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About .AT domains
Dot AT is officially the domain for Austria, that mountainous landlocked country in the middle of Europe, famous for its culture including fine architecture, music, and sausages. However, the .AT domain registry is greatly underused, and yet it could do really well, partly because of the significance of "AT" in the wider English-speaking world. One of the most notable companies to make .at domains widely used was Buy.at , whose patronage of the Austrian Domain Registry went much further than the company's own excellent domain name. Every one of the merchants with Buy.at had a pen-name domain created for them, so that all the affiliate links could be connected up. You can often see these interesting domains within Buy.at affiliate links. Update: Although Buy.at went through a bad patch for a year, it has now been restored and still continues with .at both in its own name Buy.at (the new) and in the new merchants list
Now you too can have your own .AT domain, and you don't need to be Austrian, or to have any connection with Austria, any more than you need to have much to do with Tuvalu to have a .TV Domain! All you need to do is to have £15/year ($30/year), and to know about 123 Reg, a domain company so trustworthy that even paranoids like Zyra trust it! You get your credit card / debit card at the ready, select your domain, and GO FOR IT! Then, after a few days, when your domain has propagated, you have your own .at domain. How about that? Then you get some hosting. In fact, the general advice about getting your own website is worth reading.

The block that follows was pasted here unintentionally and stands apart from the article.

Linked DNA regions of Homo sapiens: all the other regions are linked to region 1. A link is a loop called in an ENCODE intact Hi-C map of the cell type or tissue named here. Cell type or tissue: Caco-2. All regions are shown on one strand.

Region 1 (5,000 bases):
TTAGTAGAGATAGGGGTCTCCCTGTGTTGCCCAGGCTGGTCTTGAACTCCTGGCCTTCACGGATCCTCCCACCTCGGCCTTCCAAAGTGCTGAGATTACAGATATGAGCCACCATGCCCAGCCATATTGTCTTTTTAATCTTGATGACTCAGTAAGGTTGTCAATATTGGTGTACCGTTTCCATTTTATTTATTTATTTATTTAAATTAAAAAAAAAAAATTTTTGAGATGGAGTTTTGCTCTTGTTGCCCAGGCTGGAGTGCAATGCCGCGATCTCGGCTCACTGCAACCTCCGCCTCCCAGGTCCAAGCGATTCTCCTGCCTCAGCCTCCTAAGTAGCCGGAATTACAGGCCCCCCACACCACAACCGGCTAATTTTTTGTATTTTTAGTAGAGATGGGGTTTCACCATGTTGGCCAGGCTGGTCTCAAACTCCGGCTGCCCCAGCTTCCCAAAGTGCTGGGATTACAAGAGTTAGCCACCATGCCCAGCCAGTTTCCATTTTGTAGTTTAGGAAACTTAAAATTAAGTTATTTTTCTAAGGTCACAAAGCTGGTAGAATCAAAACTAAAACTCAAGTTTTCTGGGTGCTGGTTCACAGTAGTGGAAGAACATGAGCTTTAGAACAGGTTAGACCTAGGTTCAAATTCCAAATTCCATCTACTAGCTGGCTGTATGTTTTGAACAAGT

In my opinion there's far too much com'ishness about, with too many web names being reduced to the lowest COMmon denominator. .AT is much more snappy.
So, there it is, if you want to get a'ead , get a AT!
You can Visit 123-Reg here. Good Luck!
In my own experience, with Zyra.at, I found something odd happened when it came time to renew the domain. Even with the reputable company 123 Reg involved, a complication still occurred, and a scary letter came in which was from the .AT Registry in Austria. Unfortunately the letter looked disturbingly like a scam! However it was genuine and had been triggered because of a combination of a mistake at 123-Reg (which they later repaired!) and some particular ways of thinking at the Austrian Domain Registry. So, learning from that experience, here is a page defining How to make SURE your domain is renewed!